Welcome to The Real Time Canine

My name is Amelia Smith of BorderSmith Kennel and with The Real Time Canine, I am providing training technique for Border Collie Sheepdogs. Beginning with 10 week old Kensmuir Star, I will document his daily lessons in words and pictures every Sunday. Previously subscription based, the complete working journal is now available here every Sunday.

From the moment I collected Star, his training began and you will be with us every step of the way. Good manners, willingness & confidence are necessary for him to attain my goal to become a useful working sheepdog and successful trial competitor. From the first lessons on manners & socialization to his first exposure to sheep, you will be a part of Star's journey to success.

After a lifetime with animals, dogs, horses and livestock, I am happy to share my expertise with you. I have found success in sheepdog trials at home and abroad and have trained dogs that went on to find success with others. To learn more about me and my dogs, please visit my BorderSmith website and my BorderSmith Blog! Cheers and thank you very much.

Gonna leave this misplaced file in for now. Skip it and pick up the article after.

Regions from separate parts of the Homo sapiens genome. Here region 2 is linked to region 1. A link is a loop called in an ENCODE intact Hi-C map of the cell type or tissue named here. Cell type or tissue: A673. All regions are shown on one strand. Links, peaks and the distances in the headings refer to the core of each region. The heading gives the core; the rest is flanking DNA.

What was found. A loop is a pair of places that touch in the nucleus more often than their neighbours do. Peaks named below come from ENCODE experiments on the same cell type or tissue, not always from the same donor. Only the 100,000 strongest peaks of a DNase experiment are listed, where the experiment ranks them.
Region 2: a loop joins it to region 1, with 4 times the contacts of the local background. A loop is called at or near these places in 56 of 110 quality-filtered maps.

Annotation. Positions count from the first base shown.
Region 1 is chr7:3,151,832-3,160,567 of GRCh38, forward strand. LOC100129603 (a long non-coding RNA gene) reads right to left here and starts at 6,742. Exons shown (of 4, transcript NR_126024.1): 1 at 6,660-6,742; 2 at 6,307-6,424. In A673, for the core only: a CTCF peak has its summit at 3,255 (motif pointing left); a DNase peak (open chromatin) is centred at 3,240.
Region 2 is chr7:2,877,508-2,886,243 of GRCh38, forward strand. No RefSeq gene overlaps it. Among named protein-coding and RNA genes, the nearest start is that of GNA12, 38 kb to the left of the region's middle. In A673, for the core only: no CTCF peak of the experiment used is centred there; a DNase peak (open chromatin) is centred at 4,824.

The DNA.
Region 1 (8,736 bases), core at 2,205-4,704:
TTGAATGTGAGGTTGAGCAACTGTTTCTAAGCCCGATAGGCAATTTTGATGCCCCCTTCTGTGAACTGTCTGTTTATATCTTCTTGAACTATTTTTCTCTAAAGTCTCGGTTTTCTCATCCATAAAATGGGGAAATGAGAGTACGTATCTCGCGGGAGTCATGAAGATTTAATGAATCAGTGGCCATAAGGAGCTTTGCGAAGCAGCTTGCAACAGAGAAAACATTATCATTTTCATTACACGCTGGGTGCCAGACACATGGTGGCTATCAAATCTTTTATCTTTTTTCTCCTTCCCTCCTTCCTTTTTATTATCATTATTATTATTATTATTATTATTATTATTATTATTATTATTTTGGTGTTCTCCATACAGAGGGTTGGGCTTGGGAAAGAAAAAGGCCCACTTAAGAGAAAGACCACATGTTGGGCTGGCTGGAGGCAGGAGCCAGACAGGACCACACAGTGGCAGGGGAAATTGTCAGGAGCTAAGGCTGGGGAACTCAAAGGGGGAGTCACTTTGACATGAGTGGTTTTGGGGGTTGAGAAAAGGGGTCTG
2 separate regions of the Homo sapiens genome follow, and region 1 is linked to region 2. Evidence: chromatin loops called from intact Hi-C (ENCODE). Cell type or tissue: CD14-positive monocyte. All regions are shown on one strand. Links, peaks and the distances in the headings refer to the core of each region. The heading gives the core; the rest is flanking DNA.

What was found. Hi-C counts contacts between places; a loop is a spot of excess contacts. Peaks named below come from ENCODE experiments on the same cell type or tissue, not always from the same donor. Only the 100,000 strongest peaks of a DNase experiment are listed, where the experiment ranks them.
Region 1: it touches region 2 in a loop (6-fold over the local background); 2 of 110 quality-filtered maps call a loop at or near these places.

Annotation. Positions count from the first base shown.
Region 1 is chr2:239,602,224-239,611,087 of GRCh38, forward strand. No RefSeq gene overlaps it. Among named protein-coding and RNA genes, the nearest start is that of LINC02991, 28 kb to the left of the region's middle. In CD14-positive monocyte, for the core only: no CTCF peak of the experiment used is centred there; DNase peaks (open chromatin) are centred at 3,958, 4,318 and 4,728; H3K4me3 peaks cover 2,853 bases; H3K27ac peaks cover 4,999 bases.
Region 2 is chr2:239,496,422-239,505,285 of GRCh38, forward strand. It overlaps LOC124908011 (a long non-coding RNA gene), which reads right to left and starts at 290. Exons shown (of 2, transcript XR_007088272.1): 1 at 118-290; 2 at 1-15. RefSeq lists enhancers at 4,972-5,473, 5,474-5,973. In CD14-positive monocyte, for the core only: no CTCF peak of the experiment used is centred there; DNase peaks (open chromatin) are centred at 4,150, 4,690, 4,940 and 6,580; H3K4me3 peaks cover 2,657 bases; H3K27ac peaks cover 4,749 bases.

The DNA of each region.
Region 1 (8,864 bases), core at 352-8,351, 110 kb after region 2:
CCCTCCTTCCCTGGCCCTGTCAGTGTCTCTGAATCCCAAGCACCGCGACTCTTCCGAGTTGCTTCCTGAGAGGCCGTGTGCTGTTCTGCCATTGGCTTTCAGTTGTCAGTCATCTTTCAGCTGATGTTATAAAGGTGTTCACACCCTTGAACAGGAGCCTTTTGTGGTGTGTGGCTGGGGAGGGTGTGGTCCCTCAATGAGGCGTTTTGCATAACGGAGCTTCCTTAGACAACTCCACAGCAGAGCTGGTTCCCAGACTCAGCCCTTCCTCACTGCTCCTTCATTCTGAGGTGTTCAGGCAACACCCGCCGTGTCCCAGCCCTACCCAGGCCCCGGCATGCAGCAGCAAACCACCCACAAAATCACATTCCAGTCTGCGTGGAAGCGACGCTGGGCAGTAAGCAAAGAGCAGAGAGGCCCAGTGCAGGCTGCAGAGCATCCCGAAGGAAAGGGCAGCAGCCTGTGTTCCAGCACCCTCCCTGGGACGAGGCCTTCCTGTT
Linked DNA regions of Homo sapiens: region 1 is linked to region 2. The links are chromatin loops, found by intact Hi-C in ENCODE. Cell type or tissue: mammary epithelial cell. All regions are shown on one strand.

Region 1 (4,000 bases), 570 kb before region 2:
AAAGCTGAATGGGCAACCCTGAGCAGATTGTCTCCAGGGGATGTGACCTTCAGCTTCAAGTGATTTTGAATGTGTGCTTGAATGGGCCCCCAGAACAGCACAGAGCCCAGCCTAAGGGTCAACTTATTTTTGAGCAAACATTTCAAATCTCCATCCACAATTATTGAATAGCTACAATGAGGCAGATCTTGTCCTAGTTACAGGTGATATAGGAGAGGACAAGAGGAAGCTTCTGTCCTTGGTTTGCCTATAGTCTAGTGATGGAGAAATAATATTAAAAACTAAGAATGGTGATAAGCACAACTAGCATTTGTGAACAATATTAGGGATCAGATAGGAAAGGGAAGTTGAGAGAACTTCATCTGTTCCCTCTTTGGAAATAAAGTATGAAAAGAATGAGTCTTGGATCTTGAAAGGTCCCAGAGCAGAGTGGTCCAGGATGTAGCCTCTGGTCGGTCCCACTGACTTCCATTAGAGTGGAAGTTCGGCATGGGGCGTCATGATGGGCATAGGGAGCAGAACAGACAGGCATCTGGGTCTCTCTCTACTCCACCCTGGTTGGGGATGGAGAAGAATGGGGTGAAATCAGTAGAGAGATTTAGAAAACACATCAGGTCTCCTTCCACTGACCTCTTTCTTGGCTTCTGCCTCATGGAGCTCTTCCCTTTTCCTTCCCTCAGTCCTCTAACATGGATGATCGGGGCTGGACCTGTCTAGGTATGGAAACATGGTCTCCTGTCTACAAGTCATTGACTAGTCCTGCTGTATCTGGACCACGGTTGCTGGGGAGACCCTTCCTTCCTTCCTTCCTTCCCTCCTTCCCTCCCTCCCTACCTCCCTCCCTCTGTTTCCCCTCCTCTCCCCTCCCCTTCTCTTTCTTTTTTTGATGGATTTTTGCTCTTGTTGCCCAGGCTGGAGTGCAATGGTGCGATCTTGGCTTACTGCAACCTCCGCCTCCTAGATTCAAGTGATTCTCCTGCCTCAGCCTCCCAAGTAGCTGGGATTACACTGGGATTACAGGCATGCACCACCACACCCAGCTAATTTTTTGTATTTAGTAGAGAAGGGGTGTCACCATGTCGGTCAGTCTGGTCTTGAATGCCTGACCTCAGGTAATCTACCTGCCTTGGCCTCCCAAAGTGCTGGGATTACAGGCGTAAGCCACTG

Jan 17, 2010

Week 61

Listen and trust. Listen carefully to my whistles, and trust that I will help you find sheep that you can't see. Those are the lessons impressed upon Star this week and he internalized them beautifully. I sent him blindly, I sent him far and wide, and I sent him for sheep in areas of the practice field that he didn't even know existed. Clearly, it became an enjoyable game to him as he took each re-direct and encouragement to "look" for his sheep with eager enthusiasm.

This week's lessons:
  1. Look
  2. Listen
  3. Trust

Here's an excerpt:

More distance and more trust today and I'm pleased to report that little Star-man handled it well. We worked from the other end of the 40 acre field, from bottom to top, where the hearing is spotty. While the field rises up, it does so in terraces with little peaks and valleys and the odd boulder outcropping to challange you. I set the sheep far to the right and completely obscured by a small rise. I couldn't see them, and neither could Star when I untied him. I set him up for a left-hand outrun, showing him the way with the direction of my steps, and told him to "look." I waited until his head swiveled in the right direction, then sent him with a quiet "come-bye." He ran out with authority and speed, requiring no help whatsoever to land spot on balance behind his sheep. I did little to straighten the fetch line, because I wanted to reward him for a job well done. Sometimes when we get too picky about all the little things in practice, the dogs feel over burdened. With the youngsters especially, I like to let them have their head quite a lot to make sure they are having fun and figuring things out on their own.

No comments: